We caught up with our TA recruiter, Charlotte Urban, to ask her about Employer Branding - what it is, why it's so important, and how to get one. Here's what she said:
What is an employer brand?
Every organisation has an employer brand, whether they think about it or not. Your employer brand is the way you differentiate yourself with prospective employees. It’s the reason people choose to work for you over some other recruitment company. It’s the way your people talk about you, the way they feel about working for you. It’s ultimately your secret weapon for attracting, recruiting, retaining and engaging your colleagues.
How’s it different from an employee value proposition?
This is a great question to ask, not least because if you’re asking it, you’re thinking about both of these things, which we would heavily encourage you to do! Think about it as ‘us’ and ‘them’.
When you’re putting together your employee brand, you’re thinking in terms of ‘us’. It’s all the things that make your company unique and special – your culture, values, and ways of working, how you talk about yourself and how your employees talk about you. It’s the messaging you put out into the world.
When you think about your EVP, you’re thinking about ‘them’. Your EVP talks about all the things that prospective employees want and need – salary, benefits, flexibility, holiday, perks, career progression.
To put it another way, it’s the difference between who you are, and what you give. Your EVP is part of your employer brand, but your employer brand is so much more than that.
Why is a good employer brand important for Talent Acquisition?
Attracting talent has become harder in the years since the pandemic. People’s priorities have shifted, and many workers (especially in the younger generation), expect more from their employers. There has been a growing trend of people choosing employers based on considerations like value alignment and representation, meaning recruitment companies are having to work harder at portraying the right messaging for the people they want to attract.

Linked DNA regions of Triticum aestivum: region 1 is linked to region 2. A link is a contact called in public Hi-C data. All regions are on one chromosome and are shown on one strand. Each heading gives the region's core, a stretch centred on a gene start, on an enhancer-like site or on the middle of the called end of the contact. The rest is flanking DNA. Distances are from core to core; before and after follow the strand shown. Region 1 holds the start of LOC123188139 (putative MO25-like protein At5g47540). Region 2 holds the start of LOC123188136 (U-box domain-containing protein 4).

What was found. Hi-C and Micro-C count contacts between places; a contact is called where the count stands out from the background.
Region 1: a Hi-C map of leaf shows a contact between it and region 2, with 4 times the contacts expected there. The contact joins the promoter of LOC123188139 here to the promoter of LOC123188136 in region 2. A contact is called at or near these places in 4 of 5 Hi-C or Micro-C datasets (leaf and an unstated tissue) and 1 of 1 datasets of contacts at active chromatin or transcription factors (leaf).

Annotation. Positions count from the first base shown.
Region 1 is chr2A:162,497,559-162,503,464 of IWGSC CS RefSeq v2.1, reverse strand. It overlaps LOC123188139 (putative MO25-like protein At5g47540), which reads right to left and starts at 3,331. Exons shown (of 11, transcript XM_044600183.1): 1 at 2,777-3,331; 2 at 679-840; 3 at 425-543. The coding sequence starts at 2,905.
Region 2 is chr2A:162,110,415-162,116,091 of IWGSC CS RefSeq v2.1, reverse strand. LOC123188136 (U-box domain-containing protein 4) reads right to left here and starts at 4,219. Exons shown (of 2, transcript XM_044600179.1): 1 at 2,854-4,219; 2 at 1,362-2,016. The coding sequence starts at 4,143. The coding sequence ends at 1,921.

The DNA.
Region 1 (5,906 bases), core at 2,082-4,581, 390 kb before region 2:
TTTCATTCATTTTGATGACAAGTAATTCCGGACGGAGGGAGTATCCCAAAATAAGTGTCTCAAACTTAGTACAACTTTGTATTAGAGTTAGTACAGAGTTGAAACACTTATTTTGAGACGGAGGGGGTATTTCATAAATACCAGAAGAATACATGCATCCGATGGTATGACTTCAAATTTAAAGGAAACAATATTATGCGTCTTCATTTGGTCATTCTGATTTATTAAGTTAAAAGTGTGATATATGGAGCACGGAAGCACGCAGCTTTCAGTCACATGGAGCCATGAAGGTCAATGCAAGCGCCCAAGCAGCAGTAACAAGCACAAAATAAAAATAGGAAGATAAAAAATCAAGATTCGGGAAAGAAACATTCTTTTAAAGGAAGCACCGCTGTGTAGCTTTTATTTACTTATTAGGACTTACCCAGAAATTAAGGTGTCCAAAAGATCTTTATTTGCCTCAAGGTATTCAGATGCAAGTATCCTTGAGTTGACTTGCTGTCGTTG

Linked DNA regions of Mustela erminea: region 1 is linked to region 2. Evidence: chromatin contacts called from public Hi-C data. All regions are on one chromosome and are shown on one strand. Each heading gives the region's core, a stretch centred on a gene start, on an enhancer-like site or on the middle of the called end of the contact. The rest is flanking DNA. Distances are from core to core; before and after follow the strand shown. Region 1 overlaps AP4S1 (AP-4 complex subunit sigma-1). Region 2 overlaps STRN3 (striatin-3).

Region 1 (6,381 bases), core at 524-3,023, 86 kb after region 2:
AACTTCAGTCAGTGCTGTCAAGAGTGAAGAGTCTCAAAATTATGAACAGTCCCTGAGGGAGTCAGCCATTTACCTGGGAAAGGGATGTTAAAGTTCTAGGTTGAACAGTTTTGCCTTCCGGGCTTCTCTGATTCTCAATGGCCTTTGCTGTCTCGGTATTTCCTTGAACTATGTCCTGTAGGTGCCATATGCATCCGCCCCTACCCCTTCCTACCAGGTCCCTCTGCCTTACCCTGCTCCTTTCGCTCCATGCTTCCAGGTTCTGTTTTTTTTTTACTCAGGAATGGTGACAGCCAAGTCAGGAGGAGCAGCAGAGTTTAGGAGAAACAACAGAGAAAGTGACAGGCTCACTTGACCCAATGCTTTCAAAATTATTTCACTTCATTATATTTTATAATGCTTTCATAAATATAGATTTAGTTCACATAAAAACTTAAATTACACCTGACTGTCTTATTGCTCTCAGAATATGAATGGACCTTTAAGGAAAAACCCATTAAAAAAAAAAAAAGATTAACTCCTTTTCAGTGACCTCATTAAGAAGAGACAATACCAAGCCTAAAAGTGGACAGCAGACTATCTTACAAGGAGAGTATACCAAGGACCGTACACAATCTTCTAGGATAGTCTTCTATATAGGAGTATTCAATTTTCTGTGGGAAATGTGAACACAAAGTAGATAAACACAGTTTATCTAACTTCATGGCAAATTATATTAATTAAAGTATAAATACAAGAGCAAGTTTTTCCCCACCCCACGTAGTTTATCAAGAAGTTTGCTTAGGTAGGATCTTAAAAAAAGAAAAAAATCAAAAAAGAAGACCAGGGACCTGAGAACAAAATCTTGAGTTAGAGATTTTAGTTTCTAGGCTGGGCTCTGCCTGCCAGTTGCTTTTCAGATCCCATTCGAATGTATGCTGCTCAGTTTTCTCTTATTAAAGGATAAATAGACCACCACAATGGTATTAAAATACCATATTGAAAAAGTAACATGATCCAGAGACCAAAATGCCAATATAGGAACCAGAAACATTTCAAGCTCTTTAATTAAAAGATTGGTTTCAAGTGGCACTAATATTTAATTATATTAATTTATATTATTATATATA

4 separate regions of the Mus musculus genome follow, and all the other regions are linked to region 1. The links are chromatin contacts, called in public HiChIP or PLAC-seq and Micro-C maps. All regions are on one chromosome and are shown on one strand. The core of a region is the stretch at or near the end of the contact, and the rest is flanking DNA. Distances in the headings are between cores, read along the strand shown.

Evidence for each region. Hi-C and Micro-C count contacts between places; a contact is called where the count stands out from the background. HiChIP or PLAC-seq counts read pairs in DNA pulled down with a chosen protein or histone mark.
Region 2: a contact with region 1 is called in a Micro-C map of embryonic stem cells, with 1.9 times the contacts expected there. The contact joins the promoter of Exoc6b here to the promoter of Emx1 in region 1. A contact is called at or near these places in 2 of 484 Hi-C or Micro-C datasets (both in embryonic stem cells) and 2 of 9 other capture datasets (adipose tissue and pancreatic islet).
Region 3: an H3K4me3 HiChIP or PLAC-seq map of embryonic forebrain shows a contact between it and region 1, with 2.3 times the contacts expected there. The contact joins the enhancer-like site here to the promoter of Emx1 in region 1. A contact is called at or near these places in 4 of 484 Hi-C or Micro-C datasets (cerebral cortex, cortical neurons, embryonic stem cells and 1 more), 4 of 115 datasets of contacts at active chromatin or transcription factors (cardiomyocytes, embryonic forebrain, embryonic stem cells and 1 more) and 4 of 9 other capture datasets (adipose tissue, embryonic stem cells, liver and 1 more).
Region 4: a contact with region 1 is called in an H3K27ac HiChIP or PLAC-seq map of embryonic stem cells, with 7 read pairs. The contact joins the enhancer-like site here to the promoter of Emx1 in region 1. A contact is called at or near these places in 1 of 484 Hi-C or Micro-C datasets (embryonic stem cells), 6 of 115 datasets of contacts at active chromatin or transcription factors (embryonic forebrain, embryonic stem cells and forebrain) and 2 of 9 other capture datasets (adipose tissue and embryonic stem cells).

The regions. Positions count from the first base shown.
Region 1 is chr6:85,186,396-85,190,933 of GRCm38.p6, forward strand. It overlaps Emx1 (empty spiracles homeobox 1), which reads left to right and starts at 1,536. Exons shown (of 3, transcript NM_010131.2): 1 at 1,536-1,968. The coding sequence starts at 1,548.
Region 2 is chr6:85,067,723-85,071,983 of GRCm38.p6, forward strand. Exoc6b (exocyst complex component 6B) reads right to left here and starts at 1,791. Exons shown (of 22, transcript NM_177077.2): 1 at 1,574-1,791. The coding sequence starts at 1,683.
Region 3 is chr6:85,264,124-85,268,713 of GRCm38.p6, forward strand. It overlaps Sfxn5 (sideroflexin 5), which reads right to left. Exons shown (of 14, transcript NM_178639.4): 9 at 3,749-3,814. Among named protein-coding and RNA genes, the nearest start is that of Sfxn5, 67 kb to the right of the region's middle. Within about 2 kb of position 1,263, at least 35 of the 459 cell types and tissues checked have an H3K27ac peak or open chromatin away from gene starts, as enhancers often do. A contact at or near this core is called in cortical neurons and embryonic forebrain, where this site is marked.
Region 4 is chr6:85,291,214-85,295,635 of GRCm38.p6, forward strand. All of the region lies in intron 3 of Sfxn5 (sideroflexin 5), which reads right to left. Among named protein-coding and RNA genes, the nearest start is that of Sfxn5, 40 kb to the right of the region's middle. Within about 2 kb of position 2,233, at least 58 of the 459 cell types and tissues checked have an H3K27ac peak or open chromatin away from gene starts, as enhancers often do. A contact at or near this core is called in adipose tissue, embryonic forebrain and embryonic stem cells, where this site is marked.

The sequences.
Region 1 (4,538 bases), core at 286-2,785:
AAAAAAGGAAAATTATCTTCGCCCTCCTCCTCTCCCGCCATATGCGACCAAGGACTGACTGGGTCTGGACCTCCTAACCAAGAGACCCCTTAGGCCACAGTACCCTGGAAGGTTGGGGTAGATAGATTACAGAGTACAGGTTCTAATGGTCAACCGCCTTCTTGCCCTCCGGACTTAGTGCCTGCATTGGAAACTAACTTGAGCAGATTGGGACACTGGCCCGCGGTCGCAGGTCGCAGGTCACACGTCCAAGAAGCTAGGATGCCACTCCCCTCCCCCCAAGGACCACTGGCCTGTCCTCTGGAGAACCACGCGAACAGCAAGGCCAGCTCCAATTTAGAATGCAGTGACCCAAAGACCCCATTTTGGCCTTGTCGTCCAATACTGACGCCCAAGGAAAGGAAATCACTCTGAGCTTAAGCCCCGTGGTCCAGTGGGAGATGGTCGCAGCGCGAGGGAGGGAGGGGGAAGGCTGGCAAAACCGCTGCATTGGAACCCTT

The TA market for recruitment is competitive! There are a lot of recruitment companies in growth mode at the moment, meaning there are a lot of options for both graduate and experienced recruiters. Standing out from the crowd is really important, but on top of that, the clearer your messaging is, the easier it will be to attract the kind of talent that you want for your company.
Okay, so how do you go about creating a good Employer Brand?
Well the first step is to understand your brand yourself! I know that sounds obvious, but actually, there are a lot of companies who have a bit of an identity crisis when it comes to the way they portray themselves – they feel like they’re supposed to be corporate, or smart, or professional or whatever picture they have in their heads, when in reality that’s not what their company is like at all.
If you’re a fun, youthful, casual kind of place, own that. If you’re a chaotic start up, own that. If you’re a super corporate, shiny and polished company, own that. It’s so important to know who you are, because that’s how to attract the people who will stick around. Start-ups aren’t for everyone, but neither are corporates. You need to tap into the audience that is right for you.
Good start. So you’ve got a handle on who you are internally. Then what.
Next you need to make sure the messaging you’re putting into the world matches that vibe. So this is where Talent Acquisition needs to work with Marketing to ensure that the website, the social media posts, the job adverts all align and put across the same picture of the organisations.
And there are some key things that you should consider here: